In the early stages, your treatment will be a conservative, nonsurgical approach, which may include; anti-inflammatory medication, orthopedic physical therapy, exercise, activity modifications, supplements, bracing, etc. You along with your family physician, orthopedic surgeon or rheumatologist will decide which choices are best.

John J Mercuri, MD, MA; Orthopedic Surgeon at Geisinger Orthopedics and Sports Medicine in Scranton, recommends the Clinical Practice Guidelines from the American Academy of Orthopedic Surgeons (AAOS) for interventions based on the supporting literature for treatment efficacy: 

First-Line Conservative Treatment

  1.  Non-Steroidal Anti-Inflammatory Drugs (NSAID’s) to reduce pain and swelling in the joint such as: ibuprofen, naproxen, diclofenac, meloxicam, celecoxib but not aspirin, which is an anti-platelet medication.
  2.  Tylenol, especially for those who cannot tolerate NSAIDs
  3. Physical Therapy - heat, cold, ultrasound, electrical stimulation, joint mobilization/manual therapy, range of motion exercises, strengthening exercises, partial weight bearing aerobic exercises.
  4. Weight Loss – eat well and exercise. 
  5. Activity Modification - doubles tennis instead of singles, sitting or lying leg exercises instead of standing, walk/bike instead of run, soft bed treadmill instead of hard surfaces, avoid squatting, kneeling, and bending.
  6.  Assistive Devices (e.g., a cane)

More Aggressive Conservative Treatment

  1.  Intra-articular corticosteroid injections
  2.  Tramadol (pain medication)

The following interventions, while often used and may not be harmful, are NOT supported in the literature for treatment efficacy:

  1.  Visco-supplementation
  2.  Shoe lifts or wedges
  3.  Hard or soft bracing
  4.  Glucosamine and chondroitin
  5.  Platelet rich plasma (However, a recent study suggests that there might be some benefit for knee arthritis)
  6.  Stem cells
  7.  Opiate medications
  8.  Acupuncture 

Surgical Treatment

When conservative measures no longer succeed in controlling pain and deformity or improving strength and function, then more aggressive treatment may be necessary.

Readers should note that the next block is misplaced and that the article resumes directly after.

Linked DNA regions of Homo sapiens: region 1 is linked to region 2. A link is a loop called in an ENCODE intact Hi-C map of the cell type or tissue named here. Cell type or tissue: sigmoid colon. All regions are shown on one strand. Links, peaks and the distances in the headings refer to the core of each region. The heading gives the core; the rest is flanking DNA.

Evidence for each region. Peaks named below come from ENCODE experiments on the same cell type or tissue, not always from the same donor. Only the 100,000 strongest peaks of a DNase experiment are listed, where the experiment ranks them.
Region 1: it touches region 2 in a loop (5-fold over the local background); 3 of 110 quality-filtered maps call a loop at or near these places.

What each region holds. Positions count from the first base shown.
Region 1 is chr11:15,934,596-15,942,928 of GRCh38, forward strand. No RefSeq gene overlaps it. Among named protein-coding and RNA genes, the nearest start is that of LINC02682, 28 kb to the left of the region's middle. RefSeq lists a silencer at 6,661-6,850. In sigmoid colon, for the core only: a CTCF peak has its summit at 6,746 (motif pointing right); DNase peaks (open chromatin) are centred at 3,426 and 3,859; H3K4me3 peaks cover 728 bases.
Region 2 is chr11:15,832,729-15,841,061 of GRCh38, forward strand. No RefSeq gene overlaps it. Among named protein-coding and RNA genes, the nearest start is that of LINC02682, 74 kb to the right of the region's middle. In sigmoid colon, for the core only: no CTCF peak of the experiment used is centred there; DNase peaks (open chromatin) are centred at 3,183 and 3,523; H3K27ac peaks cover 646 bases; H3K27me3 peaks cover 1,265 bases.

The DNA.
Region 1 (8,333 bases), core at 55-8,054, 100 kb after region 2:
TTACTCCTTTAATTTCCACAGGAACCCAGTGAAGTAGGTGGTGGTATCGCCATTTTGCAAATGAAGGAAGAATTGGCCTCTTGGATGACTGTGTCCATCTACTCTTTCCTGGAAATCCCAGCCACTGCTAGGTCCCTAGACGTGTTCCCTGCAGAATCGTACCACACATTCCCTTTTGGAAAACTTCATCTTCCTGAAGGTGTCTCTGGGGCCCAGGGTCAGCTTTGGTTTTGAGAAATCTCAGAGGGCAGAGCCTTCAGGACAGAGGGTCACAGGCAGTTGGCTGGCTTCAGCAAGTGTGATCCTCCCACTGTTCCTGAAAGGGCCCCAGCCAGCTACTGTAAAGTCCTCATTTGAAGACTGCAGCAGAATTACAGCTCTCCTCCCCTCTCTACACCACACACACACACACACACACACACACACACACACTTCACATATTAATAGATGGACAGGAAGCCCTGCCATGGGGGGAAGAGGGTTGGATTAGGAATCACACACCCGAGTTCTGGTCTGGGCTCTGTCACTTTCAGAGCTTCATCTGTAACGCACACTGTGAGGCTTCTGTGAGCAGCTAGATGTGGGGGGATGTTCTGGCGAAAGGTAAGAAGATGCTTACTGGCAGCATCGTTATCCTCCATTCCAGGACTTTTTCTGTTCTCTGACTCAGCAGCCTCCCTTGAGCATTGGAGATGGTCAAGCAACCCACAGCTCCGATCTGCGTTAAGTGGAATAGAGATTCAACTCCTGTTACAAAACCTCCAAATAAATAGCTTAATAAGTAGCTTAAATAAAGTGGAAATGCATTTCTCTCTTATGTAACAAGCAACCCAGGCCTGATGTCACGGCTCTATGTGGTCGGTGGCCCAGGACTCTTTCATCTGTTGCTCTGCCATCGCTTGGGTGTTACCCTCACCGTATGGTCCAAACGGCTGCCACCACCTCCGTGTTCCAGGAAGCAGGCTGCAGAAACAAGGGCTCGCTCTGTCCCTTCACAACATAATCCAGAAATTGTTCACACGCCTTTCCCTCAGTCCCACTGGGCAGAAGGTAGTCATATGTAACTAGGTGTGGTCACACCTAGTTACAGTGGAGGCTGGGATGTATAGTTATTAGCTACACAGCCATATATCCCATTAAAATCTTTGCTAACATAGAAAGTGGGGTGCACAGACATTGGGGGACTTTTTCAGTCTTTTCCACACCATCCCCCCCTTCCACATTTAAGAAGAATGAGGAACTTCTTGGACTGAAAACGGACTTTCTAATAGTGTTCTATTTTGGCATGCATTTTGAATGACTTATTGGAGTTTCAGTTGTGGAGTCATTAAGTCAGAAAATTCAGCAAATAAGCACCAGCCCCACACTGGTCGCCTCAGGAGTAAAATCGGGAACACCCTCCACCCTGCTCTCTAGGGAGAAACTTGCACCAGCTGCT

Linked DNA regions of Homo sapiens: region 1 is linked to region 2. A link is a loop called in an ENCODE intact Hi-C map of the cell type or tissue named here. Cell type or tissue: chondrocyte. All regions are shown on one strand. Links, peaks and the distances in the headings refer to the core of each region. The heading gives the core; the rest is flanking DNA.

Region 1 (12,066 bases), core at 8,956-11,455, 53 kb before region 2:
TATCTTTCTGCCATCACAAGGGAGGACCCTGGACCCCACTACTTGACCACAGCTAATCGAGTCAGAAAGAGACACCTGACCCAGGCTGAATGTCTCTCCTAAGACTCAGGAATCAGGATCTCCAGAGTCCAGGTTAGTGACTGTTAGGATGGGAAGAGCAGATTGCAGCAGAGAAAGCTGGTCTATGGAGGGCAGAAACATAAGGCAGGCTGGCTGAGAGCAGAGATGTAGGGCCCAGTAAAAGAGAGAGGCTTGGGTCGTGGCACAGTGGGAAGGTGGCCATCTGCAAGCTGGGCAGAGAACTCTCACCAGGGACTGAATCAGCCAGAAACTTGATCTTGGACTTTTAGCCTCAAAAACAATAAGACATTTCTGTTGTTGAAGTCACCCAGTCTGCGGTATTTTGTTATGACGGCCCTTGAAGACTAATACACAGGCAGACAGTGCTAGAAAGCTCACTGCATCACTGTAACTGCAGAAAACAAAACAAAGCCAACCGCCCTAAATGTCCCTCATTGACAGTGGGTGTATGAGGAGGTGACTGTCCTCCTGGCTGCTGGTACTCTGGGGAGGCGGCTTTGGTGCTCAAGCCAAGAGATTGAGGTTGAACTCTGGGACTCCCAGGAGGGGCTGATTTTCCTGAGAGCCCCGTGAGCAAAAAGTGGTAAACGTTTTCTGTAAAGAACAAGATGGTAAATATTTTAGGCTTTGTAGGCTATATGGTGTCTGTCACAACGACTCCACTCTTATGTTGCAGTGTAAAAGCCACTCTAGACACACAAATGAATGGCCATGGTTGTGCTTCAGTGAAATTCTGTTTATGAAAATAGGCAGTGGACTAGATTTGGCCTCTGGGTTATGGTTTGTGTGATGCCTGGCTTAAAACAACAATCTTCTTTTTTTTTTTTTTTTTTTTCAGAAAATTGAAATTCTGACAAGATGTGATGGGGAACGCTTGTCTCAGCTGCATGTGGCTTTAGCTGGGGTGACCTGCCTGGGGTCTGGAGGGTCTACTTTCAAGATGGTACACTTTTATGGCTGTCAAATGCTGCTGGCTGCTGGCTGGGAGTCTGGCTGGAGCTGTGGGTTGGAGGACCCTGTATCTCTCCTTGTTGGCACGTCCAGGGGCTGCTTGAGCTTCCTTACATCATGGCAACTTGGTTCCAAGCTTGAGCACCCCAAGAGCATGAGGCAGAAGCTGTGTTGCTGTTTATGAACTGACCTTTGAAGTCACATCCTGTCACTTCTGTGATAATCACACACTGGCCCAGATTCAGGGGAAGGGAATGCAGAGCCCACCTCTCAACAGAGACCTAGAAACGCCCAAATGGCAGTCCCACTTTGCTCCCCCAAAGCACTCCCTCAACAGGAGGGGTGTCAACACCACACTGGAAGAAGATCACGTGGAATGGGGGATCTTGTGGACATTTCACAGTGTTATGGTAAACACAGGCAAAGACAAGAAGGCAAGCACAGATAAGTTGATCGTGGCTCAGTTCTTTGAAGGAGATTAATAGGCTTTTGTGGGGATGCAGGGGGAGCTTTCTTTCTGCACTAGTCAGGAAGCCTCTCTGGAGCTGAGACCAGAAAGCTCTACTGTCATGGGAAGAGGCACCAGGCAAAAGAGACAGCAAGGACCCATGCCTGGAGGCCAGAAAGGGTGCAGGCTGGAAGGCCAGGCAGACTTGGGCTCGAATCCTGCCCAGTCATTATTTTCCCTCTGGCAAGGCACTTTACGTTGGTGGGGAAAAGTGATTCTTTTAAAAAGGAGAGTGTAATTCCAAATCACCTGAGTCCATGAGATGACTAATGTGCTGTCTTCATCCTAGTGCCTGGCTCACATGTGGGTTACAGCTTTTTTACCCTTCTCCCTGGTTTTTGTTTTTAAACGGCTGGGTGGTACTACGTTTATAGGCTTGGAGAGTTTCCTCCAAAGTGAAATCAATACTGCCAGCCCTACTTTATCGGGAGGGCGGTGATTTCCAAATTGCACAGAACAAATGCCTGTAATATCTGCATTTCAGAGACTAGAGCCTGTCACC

• Osteotomy Surgery: cuts one of the knee bones to realign the joint for less wear and tear
  • Cartilage Grafting: is performed on rare occasions, usually at teaching facilities, when young healthy cartilage with minor damage needs to be repaired. 
  • Total or Partial Joint Replacement: replaces severely damage joint surfaces with metal or plastic.
  • NOTE: Arthroscopic Surgery for the treatment of arthritis is NOT supported in the literature according to the AAOS guidelines.

SOURCES: Rothman Institute, Philadelphia, PA;  American Academy of Orthopaedic Surgeons (AAOS), Stryker Corporation, Geisinger Orthopedics and Sports Medicine

For More Information:;; YouTube: “MAKO Robotic Joint Replacement.”

Medical Contributor: John J Mercuri, MD, MA; Orthopedic Surgery -  Adult Reconstruction; Geisinger Orthopaedics and Sports Medicine; Clinical Assistant Professor at Geisinger Commonwealth School of Medicine     

Visit your doctor regularly and listen to your body.      

NEXT MONDAY – Read Dr. Paul J. Mackarey “Health & Exercise Forum!” Next Week: Part II of III on “Hip & Knee Replacement Updates.”  

This article is not intended as a substitute for medical treatment. If you have questions related to your medical condition, please contact your family physician. For further inquires related to this topic email:

Paul J. Mackarey PT, DHSc, OCS is a Doctor in Health Sciences specializing in orthopaedic and sports physical therapy. Dr. Mackarey is in private practice and is an associate professor of clinical medicine at GCSOM.